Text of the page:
featured in today's Securities Industry Commentator:
SEC Office of Compliance Inspections and Examinations Announces 2020 Examination Priorities (SEC Release)
Cause something is happening and you don't know what it is. Do you, FINRA? (BrokeAndBroker.com Blog)
Retail Investors, Including Seniors and Those Saving for Retirement - OCIE will continue its focus on the protection of retail investors, including the various intermediaries that serve and interact with retail investors and the investments marketed to, or designed for, retail investors. Examinations in these areas will include reviews of disclosures relating to fees, expenses, and conflicts of interest.Market Infrastructure - OCIE will continue its focus on entities that provide services critical to the functioning of our capital markets, including clearing agencies, national securities exchanges, alternative trading systems, and transfer agents. Particular attention will be focused on the security and resiliency of entities' systems.Information Security - OCIE will continue to prioritize cyber and other information security risks across the entire examination program.Focus Areas Relating to Investment Advisers, Investment Companies, Broker-Dealers, and Municipal Advisors - OCIE will continue its risk-based examinations for each type of these registered entities. In particular, examinations of registered investment advisers (RIAs) will focus on RIAs that have never been examined, including new RIAs and RIAs registered for several years that have yet to be examined. These examinations will include RIAs advising retail investors as well as private funds. Investment company examinations will focus on mutual funds and exchange-traded funds, the activities of their RIAs, and the oversight practices of their boards of directors. Broker-dealer examinations will focus on issues relating to the preparation for and implementation of recent rulemaking, along with trading practices. Municipal advisor examinations will include review of registration and continuing education requirements and municipal advisor fiduciary duty obligations to municipal entity clients.Anti-Money Laundering Programs - OCIE will continue to review for compliance with applicable anti-money laundering (AML) requirements, including whether entities are appropriately adapting their AML programs to address their regulatory obligations.Financial Technology (Fintech) and Innovation, Including Digital Assets and Electronic Investment Advice - OCIE recognizes that advancements in financial technologies, methods of capital formation and market structures, as well as registered firms' use of new sources of data (often referred to as "alternative data"), warrant ongoing attention and review. OCIE also will continue to identify and examine SEC-registered firms engaged in the digital asset space, as well as RIAs that provide services to clients through automated investment tools and platforms, often referred to as "robo-advisers."FINRA and MSRB - OCIE will continue its oversight of the Financial Industry Regulatory Authority (FINRA) by focusing examinations on FINRA's operations, regulatory programs, and the quality of FINRA's examinations of broker-dealers and municipal advisors. OCIE will also continue to examine the Municipal Securities Rulemaking Board (MSRB) to evaluate the effectiveness of its operations and internal policies, procedures, and controls.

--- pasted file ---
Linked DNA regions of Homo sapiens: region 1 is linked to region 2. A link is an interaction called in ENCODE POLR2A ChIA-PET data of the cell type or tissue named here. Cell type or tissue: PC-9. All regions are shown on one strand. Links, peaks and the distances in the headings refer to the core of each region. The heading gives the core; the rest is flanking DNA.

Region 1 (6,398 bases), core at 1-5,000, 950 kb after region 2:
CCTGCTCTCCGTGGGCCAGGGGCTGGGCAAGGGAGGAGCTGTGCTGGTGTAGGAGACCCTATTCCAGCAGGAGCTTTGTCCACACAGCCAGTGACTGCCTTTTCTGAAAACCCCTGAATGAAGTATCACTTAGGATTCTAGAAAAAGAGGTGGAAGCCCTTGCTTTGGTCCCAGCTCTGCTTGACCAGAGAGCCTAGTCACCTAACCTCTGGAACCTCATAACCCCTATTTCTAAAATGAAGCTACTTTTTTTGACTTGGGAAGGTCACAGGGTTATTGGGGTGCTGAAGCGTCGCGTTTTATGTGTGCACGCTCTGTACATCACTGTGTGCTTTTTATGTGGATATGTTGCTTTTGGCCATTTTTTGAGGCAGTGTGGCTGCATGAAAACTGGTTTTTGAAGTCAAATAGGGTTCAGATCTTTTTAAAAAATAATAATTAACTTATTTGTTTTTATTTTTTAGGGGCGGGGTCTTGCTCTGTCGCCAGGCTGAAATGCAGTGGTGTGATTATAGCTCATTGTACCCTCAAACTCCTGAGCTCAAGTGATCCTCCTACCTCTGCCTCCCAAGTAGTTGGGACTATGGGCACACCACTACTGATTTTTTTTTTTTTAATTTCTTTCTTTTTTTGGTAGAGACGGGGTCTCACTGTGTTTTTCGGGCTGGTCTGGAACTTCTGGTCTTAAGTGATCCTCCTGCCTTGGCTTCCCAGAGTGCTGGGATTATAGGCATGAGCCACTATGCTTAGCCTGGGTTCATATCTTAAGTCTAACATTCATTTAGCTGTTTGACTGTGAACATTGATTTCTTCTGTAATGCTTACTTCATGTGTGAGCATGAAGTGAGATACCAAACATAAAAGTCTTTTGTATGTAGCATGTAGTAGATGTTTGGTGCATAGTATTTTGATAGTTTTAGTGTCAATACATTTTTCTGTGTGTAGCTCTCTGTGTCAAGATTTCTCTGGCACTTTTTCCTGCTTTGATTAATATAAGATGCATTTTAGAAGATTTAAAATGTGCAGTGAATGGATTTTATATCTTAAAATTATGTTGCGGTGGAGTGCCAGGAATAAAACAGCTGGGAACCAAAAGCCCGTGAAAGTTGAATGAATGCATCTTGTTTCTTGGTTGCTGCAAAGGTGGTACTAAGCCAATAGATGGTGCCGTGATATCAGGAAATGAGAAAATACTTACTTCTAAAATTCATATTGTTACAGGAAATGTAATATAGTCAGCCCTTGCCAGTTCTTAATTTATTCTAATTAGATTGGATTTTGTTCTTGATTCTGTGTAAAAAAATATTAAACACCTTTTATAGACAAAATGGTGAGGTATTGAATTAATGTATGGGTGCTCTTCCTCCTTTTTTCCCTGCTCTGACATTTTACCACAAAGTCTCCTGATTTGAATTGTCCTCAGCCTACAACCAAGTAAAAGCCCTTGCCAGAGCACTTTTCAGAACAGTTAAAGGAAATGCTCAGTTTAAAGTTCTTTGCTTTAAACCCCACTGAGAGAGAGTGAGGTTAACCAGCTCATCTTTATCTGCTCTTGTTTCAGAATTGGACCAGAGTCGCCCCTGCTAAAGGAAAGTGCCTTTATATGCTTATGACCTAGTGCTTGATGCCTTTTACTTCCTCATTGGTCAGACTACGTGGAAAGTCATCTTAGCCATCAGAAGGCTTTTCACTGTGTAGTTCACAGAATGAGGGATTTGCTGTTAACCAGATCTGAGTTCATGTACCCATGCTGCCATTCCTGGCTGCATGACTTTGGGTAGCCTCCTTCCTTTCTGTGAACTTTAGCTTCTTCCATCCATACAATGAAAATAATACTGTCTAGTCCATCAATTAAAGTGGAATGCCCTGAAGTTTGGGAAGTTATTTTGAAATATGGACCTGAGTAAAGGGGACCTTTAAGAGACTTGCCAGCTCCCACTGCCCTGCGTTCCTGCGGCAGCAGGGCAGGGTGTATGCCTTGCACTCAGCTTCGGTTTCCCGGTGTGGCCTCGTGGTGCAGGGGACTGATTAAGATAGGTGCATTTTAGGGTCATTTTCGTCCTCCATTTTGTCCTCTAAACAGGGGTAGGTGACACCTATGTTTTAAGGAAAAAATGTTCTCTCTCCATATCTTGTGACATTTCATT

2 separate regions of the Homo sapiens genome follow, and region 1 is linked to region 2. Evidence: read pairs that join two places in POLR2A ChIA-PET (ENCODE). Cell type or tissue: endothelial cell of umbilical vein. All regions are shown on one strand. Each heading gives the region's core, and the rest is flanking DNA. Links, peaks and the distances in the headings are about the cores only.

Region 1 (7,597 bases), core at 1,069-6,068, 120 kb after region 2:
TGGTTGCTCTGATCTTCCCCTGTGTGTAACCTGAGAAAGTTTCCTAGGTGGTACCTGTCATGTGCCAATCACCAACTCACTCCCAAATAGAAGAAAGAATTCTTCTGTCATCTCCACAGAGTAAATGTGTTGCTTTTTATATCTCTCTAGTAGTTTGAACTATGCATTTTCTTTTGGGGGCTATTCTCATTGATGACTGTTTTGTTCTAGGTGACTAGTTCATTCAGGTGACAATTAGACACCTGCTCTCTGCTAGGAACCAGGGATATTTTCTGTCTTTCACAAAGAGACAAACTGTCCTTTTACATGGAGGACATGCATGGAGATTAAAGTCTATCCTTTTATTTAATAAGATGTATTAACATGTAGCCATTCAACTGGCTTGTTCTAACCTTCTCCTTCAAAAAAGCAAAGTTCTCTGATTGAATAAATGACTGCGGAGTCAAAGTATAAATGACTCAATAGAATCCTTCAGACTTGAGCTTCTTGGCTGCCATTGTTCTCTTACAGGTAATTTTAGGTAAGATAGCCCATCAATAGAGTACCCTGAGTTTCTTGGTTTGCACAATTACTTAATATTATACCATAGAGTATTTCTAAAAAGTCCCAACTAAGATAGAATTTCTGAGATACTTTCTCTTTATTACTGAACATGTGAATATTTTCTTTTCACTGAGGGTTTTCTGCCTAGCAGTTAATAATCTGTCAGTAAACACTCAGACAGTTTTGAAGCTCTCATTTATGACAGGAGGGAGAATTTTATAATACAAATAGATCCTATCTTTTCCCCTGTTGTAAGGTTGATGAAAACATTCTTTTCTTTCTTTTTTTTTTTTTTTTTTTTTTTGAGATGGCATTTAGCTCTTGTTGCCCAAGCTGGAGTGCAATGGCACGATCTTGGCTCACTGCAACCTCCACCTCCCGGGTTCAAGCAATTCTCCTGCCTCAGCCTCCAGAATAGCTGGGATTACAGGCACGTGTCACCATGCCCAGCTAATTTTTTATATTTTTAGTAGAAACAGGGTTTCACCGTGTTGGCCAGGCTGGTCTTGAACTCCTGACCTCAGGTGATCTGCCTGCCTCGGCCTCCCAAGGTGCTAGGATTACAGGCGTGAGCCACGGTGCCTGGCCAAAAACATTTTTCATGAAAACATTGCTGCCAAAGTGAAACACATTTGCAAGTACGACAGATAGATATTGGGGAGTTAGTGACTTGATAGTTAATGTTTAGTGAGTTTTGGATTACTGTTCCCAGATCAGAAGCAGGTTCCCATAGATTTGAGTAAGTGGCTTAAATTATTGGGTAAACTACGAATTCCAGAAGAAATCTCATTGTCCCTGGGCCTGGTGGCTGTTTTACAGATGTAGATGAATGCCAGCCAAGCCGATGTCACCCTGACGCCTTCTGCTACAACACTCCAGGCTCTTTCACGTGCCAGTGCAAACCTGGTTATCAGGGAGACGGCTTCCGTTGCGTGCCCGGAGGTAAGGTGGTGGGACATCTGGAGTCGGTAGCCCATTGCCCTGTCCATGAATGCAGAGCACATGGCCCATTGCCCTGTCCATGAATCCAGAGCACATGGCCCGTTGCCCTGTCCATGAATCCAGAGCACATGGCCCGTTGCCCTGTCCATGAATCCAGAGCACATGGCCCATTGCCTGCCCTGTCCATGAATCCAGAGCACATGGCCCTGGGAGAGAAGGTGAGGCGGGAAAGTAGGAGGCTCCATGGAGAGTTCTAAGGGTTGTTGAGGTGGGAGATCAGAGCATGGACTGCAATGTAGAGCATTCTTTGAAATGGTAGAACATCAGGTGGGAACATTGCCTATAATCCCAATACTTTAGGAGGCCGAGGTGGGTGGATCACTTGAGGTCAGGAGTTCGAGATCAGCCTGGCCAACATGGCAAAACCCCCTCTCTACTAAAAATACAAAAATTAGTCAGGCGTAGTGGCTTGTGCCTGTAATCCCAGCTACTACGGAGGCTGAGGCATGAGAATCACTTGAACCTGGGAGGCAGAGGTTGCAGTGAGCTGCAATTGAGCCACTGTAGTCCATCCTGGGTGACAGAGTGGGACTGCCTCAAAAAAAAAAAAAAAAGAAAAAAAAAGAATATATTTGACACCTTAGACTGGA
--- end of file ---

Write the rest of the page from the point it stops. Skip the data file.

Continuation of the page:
Stark became romantically involved with his victim, identified in court documents as "C.H.," after they met on a dating website. Stark, who used an alias and omitted details regarding his past prison sentence, obtained C.H.'s credit cards on March 1, 2018. Stark obtained the credit cards by falsely telling C.H. he intended to repair an electronic sign and sell the sign for a profit. Stark falsely claimed he already had a buyer for the sign. Stark promised to repay C.H. for purchases he made with C.H.'s credit cards using the proceeds from the sale of the sign. Stark also promised to split a portion of the proceeds of the sale with C.H. In reality, there was no electric sign or project to repair any sign.Stark obtained a total of $78,280 through this scheme. One of the credit cards, for example, was used to make a $10,180 down payment on a 30-foot trailer from Flying A. Motorsports. Another credit card was used to make a $1,500 down payment on a Dodge Ram truck, which was made over the phone with another woman who purported to be the victim.Stark opened a Square account under the name AVR Industries. Stark falsely represented to Square that AVR was a taxicab and limousine business, when in fact, no such business was in operation. Stark conducted approximately $43,000 in transactions through Square, using C.H.'s credit cards, to make payments to AVR. As a result of these transactions, $41,817 was deposited into Stark's personal bank account.Stark, without C.H.'s knowledge or consent, requested a credit limit increase on two of C.H.'scredit cards.Stark ultimately charged one of C.H.'s credit cards to a balance above $43,000. Stark made an electronic payment from his personal account in the amount of $21,947, payable to C.H.'s credit card, knowing that his account contained insufficient funds to cover the payment. Before his unfunded payment was reversed, however, Stark made approximately $21,154 in charges to C.H.'s credit card. This resulted in a statement balance of $43,607, which was $21,607 over the card's credit limit.